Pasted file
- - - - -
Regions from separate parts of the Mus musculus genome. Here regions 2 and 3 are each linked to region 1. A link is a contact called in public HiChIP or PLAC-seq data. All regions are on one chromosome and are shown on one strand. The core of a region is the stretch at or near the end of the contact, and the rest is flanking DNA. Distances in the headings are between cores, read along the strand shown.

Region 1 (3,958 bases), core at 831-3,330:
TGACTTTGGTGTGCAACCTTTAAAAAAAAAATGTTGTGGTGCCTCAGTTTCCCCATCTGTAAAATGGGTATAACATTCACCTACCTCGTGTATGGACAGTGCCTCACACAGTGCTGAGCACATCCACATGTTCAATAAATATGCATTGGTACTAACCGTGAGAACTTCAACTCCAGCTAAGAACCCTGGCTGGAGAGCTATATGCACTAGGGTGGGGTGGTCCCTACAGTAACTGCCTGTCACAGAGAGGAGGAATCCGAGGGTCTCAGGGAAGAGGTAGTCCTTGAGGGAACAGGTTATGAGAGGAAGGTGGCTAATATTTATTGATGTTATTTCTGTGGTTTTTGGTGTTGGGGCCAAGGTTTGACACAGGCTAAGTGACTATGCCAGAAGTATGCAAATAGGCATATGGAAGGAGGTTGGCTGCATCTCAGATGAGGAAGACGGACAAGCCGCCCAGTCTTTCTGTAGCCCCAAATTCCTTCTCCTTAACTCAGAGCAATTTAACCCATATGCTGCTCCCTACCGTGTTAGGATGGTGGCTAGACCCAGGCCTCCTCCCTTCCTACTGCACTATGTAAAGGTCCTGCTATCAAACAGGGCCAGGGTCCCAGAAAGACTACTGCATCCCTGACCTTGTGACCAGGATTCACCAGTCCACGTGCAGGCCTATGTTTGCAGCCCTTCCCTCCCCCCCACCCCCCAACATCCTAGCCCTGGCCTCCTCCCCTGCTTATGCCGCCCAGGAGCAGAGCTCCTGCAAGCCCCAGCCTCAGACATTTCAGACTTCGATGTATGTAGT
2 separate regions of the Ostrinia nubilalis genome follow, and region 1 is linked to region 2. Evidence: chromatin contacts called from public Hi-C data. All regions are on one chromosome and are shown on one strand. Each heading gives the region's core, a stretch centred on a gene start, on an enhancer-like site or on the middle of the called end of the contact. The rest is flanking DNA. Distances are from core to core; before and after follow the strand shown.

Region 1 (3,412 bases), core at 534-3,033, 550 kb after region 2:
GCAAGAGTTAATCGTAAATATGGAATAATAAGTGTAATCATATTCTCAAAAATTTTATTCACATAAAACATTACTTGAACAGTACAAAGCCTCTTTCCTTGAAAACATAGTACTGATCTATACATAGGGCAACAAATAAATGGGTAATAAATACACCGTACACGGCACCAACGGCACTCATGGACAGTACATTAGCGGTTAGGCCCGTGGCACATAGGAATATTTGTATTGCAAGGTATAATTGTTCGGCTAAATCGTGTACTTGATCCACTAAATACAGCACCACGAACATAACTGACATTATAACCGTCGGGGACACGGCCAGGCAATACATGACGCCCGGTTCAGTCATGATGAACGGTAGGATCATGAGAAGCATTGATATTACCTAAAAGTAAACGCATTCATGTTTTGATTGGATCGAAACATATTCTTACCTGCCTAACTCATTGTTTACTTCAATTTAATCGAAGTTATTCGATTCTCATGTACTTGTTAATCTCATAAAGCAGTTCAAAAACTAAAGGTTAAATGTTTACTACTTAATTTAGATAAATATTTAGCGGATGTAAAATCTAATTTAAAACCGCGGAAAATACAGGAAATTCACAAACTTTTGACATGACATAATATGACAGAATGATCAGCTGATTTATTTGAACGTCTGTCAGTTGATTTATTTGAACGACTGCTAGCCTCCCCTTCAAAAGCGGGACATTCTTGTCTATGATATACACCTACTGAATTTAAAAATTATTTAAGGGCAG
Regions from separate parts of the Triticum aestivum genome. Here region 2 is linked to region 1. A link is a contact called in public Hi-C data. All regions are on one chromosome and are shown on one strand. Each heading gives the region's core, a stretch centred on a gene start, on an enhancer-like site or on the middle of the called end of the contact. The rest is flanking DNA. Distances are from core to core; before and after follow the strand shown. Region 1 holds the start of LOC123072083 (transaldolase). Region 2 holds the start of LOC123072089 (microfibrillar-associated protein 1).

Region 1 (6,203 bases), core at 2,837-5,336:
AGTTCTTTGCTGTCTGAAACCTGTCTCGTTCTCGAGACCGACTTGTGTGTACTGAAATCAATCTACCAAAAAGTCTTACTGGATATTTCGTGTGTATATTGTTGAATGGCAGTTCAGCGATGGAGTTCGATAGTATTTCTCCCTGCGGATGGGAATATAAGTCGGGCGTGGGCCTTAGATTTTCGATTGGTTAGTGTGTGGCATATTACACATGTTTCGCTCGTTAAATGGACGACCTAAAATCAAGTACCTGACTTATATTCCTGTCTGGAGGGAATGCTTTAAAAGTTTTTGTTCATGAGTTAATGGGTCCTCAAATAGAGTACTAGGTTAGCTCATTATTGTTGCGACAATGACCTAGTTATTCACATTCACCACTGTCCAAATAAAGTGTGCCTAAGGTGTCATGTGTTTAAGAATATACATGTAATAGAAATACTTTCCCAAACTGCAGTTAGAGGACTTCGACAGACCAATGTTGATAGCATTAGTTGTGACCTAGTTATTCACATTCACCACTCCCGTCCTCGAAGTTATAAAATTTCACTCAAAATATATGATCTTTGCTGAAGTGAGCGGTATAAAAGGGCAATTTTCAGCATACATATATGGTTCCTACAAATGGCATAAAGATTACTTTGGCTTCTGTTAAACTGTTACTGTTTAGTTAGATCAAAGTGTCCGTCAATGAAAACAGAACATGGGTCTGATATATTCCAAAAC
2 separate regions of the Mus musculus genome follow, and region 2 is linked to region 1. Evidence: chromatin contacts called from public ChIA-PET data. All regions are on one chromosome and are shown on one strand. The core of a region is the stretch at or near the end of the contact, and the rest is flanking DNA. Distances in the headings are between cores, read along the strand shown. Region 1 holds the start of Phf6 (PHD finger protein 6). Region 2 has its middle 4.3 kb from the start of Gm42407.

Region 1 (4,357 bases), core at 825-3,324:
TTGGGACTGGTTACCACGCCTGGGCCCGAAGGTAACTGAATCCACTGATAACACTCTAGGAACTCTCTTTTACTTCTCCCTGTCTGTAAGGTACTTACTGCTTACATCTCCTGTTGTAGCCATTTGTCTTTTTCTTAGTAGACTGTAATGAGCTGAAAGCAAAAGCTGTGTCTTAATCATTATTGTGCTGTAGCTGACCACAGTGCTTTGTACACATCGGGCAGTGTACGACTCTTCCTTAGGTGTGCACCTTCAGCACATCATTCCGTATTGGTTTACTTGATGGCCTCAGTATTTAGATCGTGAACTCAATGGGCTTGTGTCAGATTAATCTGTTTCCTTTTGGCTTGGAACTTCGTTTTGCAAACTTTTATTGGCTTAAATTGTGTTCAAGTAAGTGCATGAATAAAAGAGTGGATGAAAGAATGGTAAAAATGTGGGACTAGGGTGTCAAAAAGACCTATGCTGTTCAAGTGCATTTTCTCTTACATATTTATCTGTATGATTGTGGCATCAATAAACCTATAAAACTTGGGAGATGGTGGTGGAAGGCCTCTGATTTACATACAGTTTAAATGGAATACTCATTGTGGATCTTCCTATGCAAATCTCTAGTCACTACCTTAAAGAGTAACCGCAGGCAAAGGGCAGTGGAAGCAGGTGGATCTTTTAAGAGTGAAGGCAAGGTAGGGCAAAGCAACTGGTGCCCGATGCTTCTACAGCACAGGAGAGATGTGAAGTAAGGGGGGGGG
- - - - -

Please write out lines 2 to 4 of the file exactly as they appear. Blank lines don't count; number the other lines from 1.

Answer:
Region 1 (3,958 bases), core at 831-3,330:
TGACTTTGGTGTGCAACCTTTAAAAAAAAAATGTTGTGGTGCCTCAGTTTCCCCATCTGTAAAATGGGTATAACATTCACCTACCTCGTGTATGGACAGTGCCTCACACAGTGCTGAGCACATCCACATGTTCAATAAATATGCATTGGTACTAACCGTGAGAACTTCAACTCCAGCTAAGAACCCTGGCTGGAGAGCTATATGCACTAGGGTGGGGTGGTCCCTACAGTAACTGCCTGTCACAGAGAGGAGGAATCCGAGGGTCTCAGGGAAGAGGTAGTCCTTGAGGGAACAGGTTATGAGAGGAAGGTGGCTAATATTTATTGATGTTATTTCTGTGGTTTTTGGTGTTGGGGCCAAGGTTTGACACAGGCTAAGTGACTATGCCAGAAGTATGCAAATAGGCATATGGAAGGAGGTTGGCTGCATCTCAGATGAGGAAGACGGACAAGCCGCCCAGTCTTTCTGTAGCCCCAAATTCCTTCTCCTTAACTCAGAGCAATTTAACCCATATGCTGCTCCCTACCGTGTTAGGATGGTGGCTAGACCCAGGCCTCCTCCCTTCCTACTGCACTATGTAAAGGTCCTGCTATCAAACAGGGCCAGGGTCCCAGAAAGACTACTGCATCCCTGACCTTGTGACCAGGATTCACCAGTCCACGTGCAGGCCTATGTTTGCAGCCCTTCCCTCCCCCCCACCCCCCAACATCCTAGCCCTGGCCTCCTCCCCTGCTTATGCCGCCCAGGAGCAGAGCTCCTGCAAGCCCCAGCCTCAGACATTTCAGACTTCGATGTATGTAGT
2 separate regions of the Ostrinia nubilalis genome follow, and region 1 is linked to region 2. Evidence: chromatin contacts called from public Hi-C data. All regions are on one chromosome and are shown on one strand. Each heading gives the region's core, a stretch centred on a gene start, on an enhancer-like site or on the middle of the called end of the contact. The rest is flanking DNA. Distances are from core to core; before and after follow the strand shown.